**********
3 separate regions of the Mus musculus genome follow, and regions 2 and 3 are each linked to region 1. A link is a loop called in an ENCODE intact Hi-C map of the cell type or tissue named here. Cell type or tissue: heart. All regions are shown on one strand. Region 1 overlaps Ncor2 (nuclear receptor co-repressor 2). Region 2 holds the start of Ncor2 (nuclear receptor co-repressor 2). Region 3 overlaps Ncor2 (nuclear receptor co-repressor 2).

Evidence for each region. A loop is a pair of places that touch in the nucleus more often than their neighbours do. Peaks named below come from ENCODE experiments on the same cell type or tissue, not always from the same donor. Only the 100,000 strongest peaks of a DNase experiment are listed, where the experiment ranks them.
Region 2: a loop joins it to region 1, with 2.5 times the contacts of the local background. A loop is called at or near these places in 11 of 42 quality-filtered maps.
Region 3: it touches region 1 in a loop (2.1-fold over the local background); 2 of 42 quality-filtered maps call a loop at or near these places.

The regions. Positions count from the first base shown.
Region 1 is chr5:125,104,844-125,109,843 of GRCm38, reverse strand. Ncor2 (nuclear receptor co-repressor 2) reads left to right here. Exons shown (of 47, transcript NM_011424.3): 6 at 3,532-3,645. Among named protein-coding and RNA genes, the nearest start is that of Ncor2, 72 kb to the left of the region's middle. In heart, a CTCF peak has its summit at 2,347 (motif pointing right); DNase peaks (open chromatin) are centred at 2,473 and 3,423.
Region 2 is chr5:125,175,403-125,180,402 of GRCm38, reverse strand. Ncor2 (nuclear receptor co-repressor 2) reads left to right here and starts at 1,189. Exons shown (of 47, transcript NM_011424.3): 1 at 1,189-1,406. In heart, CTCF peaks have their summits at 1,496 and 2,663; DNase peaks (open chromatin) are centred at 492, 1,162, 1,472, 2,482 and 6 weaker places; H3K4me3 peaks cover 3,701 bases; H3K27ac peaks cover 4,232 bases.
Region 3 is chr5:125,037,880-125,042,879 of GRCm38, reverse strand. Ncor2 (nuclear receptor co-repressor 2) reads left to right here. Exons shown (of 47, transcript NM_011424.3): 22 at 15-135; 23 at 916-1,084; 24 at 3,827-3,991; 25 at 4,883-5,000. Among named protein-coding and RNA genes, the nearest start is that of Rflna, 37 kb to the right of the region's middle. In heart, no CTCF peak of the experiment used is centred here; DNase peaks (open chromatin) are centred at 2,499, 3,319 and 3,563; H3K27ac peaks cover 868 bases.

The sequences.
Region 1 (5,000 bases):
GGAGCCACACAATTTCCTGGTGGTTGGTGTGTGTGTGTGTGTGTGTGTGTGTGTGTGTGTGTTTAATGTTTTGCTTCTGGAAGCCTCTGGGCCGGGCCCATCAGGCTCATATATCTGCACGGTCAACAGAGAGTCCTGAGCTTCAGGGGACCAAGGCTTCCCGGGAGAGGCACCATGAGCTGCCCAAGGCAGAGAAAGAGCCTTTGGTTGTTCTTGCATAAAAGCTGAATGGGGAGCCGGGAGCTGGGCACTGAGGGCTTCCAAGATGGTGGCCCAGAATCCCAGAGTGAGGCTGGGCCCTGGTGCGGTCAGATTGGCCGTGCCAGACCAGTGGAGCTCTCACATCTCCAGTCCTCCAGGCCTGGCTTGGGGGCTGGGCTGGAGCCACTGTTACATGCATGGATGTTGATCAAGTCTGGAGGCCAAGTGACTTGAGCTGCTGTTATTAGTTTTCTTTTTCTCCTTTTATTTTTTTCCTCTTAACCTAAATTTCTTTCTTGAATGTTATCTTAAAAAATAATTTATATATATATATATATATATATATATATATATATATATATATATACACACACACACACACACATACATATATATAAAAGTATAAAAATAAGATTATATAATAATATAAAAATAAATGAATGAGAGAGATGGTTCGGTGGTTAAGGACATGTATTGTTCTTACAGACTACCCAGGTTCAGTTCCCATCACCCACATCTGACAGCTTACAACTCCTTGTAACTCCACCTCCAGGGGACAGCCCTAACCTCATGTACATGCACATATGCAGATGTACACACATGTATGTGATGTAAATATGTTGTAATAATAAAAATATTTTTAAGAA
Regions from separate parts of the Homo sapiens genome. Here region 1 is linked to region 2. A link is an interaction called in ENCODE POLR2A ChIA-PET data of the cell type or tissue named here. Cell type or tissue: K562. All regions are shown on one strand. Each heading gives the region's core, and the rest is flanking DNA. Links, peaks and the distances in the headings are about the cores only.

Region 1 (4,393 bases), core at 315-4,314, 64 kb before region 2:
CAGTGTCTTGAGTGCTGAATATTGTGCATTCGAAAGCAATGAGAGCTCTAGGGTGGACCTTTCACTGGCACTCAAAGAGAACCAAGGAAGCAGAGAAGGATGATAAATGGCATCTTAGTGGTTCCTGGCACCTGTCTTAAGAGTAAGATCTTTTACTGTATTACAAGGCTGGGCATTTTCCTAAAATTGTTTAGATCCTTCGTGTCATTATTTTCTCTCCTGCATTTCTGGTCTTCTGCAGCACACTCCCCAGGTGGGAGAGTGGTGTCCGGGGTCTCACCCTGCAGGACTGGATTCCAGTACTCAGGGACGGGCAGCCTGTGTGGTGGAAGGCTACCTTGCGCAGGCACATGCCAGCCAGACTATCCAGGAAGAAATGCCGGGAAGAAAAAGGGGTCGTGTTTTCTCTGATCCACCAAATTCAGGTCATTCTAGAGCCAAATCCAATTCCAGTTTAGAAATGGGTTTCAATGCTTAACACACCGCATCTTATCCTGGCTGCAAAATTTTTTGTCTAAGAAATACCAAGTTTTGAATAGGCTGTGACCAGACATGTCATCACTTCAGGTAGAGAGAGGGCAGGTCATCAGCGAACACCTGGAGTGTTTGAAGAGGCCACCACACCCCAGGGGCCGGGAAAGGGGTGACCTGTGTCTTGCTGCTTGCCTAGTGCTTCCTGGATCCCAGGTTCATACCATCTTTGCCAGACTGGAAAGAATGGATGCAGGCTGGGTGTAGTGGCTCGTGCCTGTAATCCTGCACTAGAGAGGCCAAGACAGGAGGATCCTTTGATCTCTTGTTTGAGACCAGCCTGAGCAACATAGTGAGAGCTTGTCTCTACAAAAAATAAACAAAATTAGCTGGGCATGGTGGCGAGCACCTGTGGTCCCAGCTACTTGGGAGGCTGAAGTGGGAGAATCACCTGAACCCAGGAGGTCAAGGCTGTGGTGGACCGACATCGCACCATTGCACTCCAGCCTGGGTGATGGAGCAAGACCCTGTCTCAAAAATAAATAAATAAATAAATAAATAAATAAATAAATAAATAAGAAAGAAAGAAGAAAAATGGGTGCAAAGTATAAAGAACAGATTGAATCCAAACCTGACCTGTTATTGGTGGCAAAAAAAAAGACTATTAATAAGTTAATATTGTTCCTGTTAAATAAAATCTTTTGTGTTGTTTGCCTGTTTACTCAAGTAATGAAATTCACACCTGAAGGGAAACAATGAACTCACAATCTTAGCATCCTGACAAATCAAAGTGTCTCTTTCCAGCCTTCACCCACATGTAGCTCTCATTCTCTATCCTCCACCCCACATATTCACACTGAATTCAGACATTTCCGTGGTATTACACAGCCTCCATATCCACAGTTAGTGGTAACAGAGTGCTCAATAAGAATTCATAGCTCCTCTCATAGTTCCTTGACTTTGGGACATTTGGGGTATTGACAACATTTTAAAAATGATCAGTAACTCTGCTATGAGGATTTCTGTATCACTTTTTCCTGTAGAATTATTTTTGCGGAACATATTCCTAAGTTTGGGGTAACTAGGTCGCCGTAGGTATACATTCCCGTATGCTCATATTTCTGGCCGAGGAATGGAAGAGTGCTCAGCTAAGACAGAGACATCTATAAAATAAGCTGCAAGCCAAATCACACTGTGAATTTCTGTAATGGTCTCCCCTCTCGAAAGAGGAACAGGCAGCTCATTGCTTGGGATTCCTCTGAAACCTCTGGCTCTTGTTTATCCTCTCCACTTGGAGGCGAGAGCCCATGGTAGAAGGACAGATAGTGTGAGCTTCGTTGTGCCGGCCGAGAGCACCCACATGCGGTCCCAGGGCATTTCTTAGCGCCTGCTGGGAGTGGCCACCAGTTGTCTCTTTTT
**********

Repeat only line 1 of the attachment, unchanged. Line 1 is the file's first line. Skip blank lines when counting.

3 separate regions of the Mus musculus genome follow, and regions 2 and 3 are each linked to region 1. A link is a loop called in an ENCODE intact Hi-C map of the cell type or tissue named here. Cell type or tissue: heart. All regions are shown on one strand. Region 1 overlaps Ncor2 (nuclear receptor co-repressor 2). Region 2 holds the start of Ncor2 (nuclear receptor co-repressor 2). Region 3 overlaps Ncor2 (nuclear receptor co-repressor 2).